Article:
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n Lemon balm aerial parts (Melissa officinalis) gently yet profoundly ease anxiety, lift the spirits, improve focus, and quell agitation and hyperactivity. Lemon balm can be taken acutely and daily and blends well with other herbs in formula. As with motherwort, its effects kick in within minutes, but they build with regular use. It’s kid friendly too! Fresh leaves work best, such as in an alcohol extract, and will be vastly more effective, but other formats may help as well. It’s usually not sedating during the daytime but can aid sleep before bedtime.

Other helpful herbs Consider ashwagandha root (Withania somnifera), which provides deep energy while easing anxiety and stress and boosting mood, especially with regular use. Also consider the Zen-inducing, calm-energy adaptogen holy basil (Ocimum sanctum, syn. O. tenuiflorum). Fresh milky oat seed (Avena sativa) slowly restores the nervous system when you’re “so fried you’re crispy.” Skullcap (Scutellaria

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lateriflora) more quickly supports the nervous system, kicking it down a notch in the oversensitive and agitated, though some might find it too sedating. Passionflower (Passiflora incarnata) is gently sedating and works well for cooling hot, fiery, anxious-angry people; though this can also be too sedating for daytime use—it’s my favorite sleep herb. In addition to herbal approaches, it’s a good idea to address root causes of persistent or extreme anxiety with cognitive behavioral or other form of therapy, a blood-sugar-balancing diet, regular exercise, and supportive nutrients including omega-3 fatty acids, B vitamin complex, and vitamin D. Do not hesitate to consult a professional for guidance if you’re not achieving good results with self-treatment. There is no shame in having anxiety and speaking out to get help. Do not change or eliminate medications without working with your doctor and always double-check for herb-drug interactions.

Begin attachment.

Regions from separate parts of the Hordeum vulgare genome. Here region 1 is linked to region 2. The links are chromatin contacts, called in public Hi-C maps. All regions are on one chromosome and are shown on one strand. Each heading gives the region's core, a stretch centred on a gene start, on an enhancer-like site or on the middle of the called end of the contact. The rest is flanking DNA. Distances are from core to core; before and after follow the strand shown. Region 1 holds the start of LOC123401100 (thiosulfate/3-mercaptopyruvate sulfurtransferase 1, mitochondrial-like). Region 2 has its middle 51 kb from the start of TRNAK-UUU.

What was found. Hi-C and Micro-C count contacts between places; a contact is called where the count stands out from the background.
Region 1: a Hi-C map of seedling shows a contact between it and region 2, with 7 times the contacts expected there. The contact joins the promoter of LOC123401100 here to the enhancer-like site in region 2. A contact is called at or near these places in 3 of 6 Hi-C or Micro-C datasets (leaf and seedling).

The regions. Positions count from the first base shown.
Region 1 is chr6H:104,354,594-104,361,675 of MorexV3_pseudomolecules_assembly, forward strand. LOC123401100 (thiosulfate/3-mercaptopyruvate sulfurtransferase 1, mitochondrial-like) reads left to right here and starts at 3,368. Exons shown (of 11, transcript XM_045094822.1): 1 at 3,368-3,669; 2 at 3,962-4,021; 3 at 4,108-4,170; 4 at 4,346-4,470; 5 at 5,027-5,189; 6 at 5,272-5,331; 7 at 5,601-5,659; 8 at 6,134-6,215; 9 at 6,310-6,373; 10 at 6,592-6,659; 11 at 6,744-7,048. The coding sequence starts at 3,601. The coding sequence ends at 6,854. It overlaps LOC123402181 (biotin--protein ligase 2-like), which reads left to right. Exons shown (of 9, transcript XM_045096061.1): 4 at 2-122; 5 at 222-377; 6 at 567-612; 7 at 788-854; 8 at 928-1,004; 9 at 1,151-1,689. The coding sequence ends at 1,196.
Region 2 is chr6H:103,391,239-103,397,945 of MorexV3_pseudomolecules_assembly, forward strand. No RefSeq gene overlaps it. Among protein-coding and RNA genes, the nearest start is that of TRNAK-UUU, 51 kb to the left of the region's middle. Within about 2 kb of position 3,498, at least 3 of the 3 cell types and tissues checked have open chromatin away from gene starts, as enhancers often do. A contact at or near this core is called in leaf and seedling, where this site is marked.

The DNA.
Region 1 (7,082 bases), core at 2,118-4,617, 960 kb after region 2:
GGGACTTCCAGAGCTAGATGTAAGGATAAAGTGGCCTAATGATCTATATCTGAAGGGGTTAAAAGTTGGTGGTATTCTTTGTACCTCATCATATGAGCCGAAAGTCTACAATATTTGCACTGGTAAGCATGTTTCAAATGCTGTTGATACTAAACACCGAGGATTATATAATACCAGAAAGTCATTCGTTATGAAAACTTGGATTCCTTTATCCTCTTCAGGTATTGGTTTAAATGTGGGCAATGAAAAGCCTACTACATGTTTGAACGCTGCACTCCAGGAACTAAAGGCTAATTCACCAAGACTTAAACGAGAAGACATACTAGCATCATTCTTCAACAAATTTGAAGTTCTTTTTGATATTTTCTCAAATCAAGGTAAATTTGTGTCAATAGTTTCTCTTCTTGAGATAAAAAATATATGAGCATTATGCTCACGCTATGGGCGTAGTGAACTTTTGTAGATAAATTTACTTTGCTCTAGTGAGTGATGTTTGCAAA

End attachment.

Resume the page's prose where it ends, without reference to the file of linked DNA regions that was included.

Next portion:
Quality matters Kava and skullcap, while safe in and of themselves, have a history of liver toxicity due to adulteration. Meanwhile,

skullcap, lemon balm, passionflower, and holy basil quality and potency degrade easily if not processed and handled well, especially in dried forms like tea or capsules. It’s even more important to buy these herbs from reputable suppliers for these reasons. Maria Noël Groves, RH (AHG), best-selling author of Body into Balance: An Herbal Guide to Holistic Self Care and Grow Your Own Herbal Remedies, is a registered clinical herbalist and freelance health journalist nestled in the pine forests of New Hampshire. Learn about herbs, the book, distance consults, online classes, and more at www.WintergreenBotanicals.com. SELECTED SOURCES “Adaptogens: A review of their history, biological activity, and clinical benefits” by A. Panossian and H. Wagner, HerbalGram, 2011 l “An alternative treatment for anxiety: A systematic review of human trial results reported for the Ayurvedic herb ashwagandha (Withania somnifera)” by M.A. Pratte et al., Journal of Alternative and Complementary Medicine, 12/1/14 l “Facts & statistics,” Anxiety and Depression Association of America, www.ADAA.org l “Kava-kava extract LI 150 is as effective as opipramol and buspirone in generalized anxiety disorder . . .” by R.J. Boerner et al., Phytomedicine l “Modulation of mood and cognitive performance following acute administration of single doses of Melissa officinalis (lemon balm) . . .” by D.O. Kennedy et al., Neuropsychopharmacology l “Therapeutic potential of kava in the treatment of anxiety disorders” by Y.N. Singh and N.N. Singh, CNS Drugs